More Peace Corps-centric, I have attempted to revive the volunteer-only newsletter. Starting the country program afresh after the Kenyan post-election violence in January 2008, the Peace Corps volunteer community was scattered and small. We have grown over time very quickly though, so I thought it might be nice to attempt a unifying, volunteer-run and volunteer-contributednewsletter, a shared experience as it were.
Will It Last?
I have attempted many things. Some of my attempts have been simple, one-off actions where the effect is immediate. I think that is part of the reason why I like technical support, as much as I complain in the moment: fixing a computer has an immediate impact, and even its lasting effects can be safely predicted. Little islands of immediacy, concrete action, are anchor points for an otherwise topsy-turvy volunteer life. The same can be said for web site development, where I have one site to finish and fully intend to do so.
Outside of those technical projects, the lasting impact is certainly arguable. Some will say that teaching always has a lasting impact, but that is also arguable. Teaching does not always have a lasting impact, and some of my own past teachers certainly burn brighter in my memory than others. Far too many organizations seem to operate on the mantra that sticking a white person in front of a bunch of Kenyans will of course have a lasting impact. Time has told me this is not the case, and that a teacher with a lasting impact is one whose students remember the lessons taught to them, no matter the color of the skin or the nationality. Have I been that teacher? I hope so, but I don’t count on it. Sometimes, people will not realize the lessons taught to them until years after the teacher has spoken the words as well. I don’t hold much hope for my teaching impact.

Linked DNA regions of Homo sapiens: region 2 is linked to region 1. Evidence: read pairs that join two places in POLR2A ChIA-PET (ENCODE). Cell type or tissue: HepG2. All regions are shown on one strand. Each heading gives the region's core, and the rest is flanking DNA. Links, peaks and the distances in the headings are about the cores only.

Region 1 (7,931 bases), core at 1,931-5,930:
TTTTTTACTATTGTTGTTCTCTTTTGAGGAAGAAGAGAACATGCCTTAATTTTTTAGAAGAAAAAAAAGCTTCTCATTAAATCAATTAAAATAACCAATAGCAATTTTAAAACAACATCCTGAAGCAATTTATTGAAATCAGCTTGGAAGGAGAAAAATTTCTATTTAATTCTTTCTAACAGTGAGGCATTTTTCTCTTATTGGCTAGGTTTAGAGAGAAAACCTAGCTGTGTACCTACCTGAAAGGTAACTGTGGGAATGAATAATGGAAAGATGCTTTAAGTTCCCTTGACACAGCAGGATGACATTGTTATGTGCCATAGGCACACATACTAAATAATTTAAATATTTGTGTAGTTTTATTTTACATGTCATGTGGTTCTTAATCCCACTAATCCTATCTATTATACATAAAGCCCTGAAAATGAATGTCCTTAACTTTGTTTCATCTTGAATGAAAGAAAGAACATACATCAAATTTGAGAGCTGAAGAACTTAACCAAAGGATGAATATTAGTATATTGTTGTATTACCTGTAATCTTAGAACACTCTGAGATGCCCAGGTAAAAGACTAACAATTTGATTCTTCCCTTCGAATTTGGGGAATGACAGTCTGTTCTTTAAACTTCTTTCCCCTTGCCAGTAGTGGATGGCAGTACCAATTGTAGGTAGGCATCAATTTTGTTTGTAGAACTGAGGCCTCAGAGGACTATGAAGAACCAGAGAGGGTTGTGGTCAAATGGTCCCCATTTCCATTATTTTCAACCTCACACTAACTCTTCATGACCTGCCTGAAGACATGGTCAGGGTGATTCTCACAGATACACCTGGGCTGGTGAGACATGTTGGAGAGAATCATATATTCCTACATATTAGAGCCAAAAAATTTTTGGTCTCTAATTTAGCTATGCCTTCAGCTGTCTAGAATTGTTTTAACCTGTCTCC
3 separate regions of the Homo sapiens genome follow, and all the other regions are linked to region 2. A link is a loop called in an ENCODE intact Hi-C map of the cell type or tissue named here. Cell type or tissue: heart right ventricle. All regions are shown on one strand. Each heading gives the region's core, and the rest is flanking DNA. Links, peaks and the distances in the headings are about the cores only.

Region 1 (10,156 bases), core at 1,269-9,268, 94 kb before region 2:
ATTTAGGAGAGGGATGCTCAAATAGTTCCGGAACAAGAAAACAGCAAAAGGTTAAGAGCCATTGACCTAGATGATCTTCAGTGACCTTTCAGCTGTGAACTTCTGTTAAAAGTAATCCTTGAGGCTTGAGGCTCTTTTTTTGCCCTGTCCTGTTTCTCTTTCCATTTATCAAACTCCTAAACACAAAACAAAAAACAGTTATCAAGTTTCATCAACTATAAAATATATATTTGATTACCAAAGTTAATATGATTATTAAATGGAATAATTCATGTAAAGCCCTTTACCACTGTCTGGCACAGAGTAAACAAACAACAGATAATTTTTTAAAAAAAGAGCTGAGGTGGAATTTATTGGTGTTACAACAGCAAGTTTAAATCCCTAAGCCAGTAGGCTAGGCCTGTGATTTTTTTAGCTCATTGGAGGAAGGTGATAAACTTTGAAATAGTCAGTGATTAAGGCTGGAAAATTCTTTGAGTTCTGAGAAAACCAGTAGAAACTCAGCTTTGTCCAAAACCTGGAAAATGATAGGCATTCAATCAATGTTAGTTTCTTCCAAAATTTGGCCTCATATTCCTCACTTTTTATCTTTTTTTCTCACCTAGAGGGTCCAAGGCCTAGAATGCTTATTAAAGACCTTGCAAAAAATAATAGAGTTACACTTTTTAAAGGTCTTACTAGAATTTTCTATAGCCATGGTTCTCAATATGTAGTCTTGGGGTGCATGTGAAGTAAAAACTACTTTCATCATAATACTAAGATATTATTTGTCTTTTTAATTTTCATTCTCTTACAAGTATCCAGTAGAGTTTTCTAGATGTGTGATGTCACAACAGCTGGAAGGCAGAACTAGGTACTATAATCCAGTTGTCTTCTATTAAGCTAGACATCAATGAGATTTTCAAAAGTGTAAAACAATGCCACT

I do see an impact and gears moving when I talk to my fellow NYS teachers and project colleagues about why I support free and open source software (FOSS). Discussions such as the impact of software piracy, where viruses come from, things that have an immediate impact on their lives, that is where I see myself getting through. Even if I have not produced change, I have provided exposure to new ideas, which is the first step to educated, impacting change. I have even made a few converts to FOSS in the NYS office because the secretaries quickly realized how much damage viruses caused and time they wasted and once they saw that transitioning to Ubuntu would be easy, they were quickly on board and have not looked back since.
I have not taught anyone at NYS how to maintain Ubuntu however. The fault here is mine and though I have my excuses, I feel there is no need to expostulate on them, as they are all easily refuted as worthy by others. Thus, unless I am able to sufficiently instruct a more permanent member of the NYS community about Ubuntumaintenance, my attempt will be all for naught, as NYS will lose Ubuntu with the next round of new computers, or whenever one computer breaks and needs to be reformatted. I have six months, so I guess I had better get cracking.